Sianou expressed great fear for a potential war against Iraq, and shared her views on the people of Iraq with whom she has worked, and the horrors of the Gulf War. But although panelists and many participants agreed that they oppose the policies of the Bush administration and his advisor, U.S. National Security Advisor Condoleezza Rice, Sianou said any woman in a position of power is at least setting a good example. "Just by the picture of seeing a biological woman standing there is something and we shouldn´t disregard it," Sianou said. "It´s creating consciousness to women of the next generation."

Wisotzki referred to the strength a minority group has in numbers. She said it´s easier to stand up for gender issues and alternative viewpoints when a woman is not alone. In the German Green Party, for example, where 50 percent women representation is required, the roles and viewpoints on conflict, security and policy are as well-rounded and diverse as the women.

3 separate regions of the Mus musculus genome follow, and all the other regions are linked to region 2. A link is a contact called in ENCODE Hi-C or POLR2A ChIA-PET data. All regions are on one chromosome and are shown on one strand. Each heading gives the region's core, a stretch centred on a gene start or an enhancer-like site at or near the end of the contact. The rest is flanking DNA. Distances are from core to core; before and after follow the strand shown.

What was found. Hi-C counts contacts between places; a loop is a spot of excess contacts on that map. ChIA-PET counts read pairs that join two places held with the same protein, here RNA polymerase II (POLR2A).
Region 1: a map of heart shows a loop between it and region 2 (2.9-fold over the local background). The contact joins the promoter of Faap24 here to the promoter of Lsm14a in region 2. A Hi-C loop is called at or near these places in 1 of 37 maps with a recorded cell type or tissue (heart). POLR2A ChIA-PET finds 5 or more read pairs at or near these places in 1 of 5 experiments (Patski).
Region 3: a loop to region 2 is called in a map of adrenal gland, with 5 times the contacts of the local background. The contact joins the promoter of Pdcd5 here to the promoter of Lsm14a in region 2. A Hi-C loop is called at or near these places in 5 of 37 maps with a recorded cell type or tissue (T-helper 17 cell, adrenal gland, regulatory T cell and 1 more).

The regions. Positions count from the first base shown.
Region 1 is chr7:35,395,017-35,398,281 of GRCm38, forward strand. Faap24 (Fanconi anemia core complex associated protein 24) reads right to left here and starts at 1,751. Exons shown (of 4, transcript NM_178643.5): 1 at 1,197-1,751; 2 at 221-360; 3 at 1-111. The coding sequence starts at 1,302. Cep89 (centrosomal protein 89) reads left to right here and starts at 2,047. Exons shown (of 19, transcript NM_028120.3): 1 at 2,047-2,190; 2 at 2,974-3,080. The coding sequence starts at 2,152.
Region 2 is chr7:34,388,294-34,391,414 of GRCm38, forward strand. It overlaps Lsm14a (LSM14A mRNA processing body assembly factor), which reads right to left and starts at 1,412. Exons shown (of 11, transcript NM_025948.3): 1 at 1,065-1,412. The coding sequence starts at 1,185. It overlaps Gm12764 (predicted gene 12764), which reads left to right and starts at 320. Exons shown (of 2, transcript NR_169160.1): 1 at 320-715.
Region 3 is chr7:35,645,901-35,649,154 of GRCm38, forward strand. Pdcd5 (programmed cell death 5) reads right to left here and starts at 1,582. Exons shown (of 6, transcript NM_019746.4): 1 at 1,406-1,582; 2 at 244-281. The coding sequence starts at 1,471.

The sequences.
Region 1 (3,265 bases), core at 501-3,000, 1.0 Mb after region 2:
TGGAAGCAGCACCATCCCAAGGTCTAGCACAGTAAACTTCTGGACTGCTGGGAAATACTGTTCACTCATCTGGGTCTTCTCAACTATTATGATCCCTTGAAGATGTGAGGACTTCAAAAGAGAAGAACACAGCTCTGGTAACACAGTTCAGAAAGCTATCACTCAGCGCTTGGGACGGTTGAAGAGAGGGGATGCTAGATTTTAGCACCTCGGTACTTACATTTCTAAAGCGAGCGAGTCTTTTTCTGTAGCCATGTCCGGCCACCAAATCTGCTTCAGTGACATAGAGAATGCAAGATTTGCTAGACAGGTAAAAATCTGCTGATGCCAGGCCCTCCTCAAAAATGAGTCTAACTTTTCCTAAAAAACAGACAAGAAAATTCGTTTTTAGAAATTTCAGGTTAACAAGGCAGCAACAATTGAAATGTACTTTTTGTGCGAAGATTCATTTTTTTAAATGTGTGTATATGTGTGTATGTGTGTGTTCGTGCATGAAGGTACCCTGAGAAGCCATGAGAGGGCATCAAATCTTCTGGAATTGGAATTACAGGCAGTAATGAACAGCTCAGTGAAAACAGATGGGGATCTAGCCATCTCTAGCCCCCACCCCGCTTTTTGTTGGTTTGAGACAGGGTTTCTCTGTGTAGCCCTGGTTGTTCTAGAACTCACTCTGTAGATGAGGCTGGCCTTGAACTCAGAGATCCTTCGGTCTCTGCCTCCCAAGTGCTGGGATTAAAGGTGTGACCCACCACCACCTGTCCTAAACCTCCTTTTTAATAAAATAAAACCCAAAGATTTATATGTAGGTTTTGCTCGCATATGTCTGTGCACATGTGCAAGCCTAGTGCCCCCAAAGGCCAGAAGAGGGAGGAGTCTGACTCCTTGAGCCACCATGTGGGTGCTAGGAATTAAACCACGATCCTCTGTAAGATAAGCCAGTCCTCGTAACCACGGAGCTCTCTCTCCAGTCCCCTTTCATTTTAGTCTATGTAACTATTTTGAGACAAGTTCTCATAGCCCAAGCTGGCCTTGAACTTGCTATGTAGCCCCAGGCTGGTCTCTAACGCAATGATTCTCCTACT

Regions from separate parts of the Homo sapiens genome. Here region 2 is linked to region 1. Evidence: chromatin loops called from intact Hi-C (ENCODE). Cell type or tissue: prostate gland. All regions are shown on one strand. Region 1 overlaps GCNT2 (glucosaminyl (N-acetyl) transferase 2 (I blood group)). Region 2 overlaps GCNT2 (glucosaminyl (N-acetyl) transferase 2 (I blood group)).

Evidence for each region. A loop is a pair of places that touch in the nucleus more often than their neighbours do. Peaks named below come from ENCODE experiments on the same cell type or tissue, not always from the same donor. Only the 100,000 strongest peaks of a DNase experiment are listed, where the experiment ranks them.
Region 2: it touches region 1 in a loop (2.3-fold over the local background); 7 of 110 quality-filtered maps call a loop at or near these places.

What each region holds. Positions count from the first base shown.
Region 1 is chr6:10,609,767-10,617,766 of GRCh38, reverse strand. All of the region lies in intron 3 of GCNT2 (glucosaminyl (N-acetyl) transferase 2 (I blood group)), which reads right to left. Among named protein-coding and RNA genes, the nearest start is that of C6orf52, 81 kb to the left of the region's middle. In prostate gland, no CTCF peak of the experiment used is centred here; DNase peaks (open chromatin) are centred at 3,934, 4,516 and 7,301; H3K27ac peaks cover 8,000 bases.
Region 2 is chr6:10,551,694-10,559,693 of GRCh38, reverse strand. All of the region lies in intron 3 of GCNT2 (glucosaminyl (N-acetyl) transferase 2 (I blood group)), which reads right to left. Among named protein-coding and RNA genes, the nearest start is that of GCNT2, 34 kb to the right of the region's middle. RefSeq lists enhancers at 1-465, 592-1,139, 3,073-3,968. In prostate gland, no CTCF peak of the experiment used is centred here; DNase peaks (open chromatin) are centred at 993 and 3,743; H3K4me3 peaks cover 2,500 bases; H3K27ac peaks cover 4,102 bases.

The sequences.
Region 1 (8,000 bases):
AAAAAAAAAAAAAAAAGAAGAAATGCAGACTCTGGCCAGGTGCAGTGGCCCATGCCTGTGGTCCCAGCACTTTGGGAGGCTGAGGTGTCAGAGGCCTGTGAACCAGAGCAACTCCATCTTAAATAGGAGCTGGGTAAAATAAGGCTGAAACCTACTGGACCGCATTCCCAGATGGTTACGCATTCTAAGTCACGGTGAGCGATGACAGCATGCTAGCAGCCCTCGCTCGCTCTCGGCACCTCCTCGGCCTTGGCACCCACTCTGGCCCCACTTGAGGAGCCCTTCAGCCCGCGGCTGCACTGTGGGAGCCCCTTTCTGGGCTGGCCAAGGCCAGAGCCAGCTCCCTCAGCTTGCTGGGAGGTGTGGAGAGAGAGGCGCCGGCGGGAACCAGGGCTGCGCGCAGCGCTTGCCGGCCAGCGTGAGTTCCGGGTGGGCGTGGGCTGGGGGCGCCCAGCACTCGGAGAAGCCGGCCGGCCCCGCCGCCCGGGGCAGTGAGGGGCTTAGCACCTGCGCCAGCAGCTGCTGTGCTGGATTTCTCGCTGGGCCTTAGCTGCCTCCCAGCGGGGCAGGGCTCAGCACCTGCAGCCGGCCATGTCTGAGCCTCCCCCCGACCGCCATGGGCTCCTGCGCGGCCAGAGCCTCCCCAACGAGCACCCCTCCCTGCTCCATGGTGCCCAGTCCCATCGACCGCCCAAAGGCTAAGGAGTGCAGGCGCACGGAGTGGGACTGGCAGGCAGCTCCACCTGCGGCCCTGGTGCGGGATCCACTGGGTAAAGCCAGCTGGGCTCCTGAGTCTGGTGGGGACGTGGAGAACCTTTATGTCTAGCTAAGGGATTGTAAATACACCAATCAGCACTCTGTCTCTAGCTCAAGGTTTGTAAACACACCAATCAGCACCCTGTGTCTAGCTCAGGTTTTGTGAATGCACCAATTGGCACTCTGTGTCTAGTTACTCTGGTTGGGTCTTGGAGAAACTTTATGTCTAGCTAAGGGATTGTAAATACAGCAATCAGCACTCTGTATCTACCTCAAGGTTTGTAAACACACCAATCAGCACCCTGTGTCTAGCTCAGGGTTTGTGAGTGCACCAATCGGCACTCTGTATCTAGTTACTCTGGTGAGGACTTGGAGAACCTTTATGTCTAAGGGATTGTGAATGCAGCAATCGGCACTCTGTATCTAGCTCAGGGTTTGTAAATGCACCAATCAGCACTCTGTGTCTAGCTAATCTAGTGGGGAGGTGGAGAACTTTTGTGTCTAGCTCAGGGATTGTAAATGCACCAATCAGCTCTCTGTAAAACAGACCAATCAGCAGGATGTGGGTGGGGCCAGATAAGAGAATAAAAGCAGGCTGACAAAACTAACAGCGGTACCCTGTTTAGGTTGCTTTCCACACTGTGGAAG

Europe can be a hopeful place for women interested in greater participation in international politics, Sianou agreed. "We have to empower these voices (of women) and make them louder," she said.

Referentinnen:

  • Fotini Sianou

  • Forschungszentrum für die Gleichberechtigung der Geschlechter (KETHI)
    Athen, Griechenland

  • Simone Wisotzki

  • Hessische Stiftung Friedens- und Konfliktforschung
    Frankfurt am Main, Deutschland
    PDF-Icon CV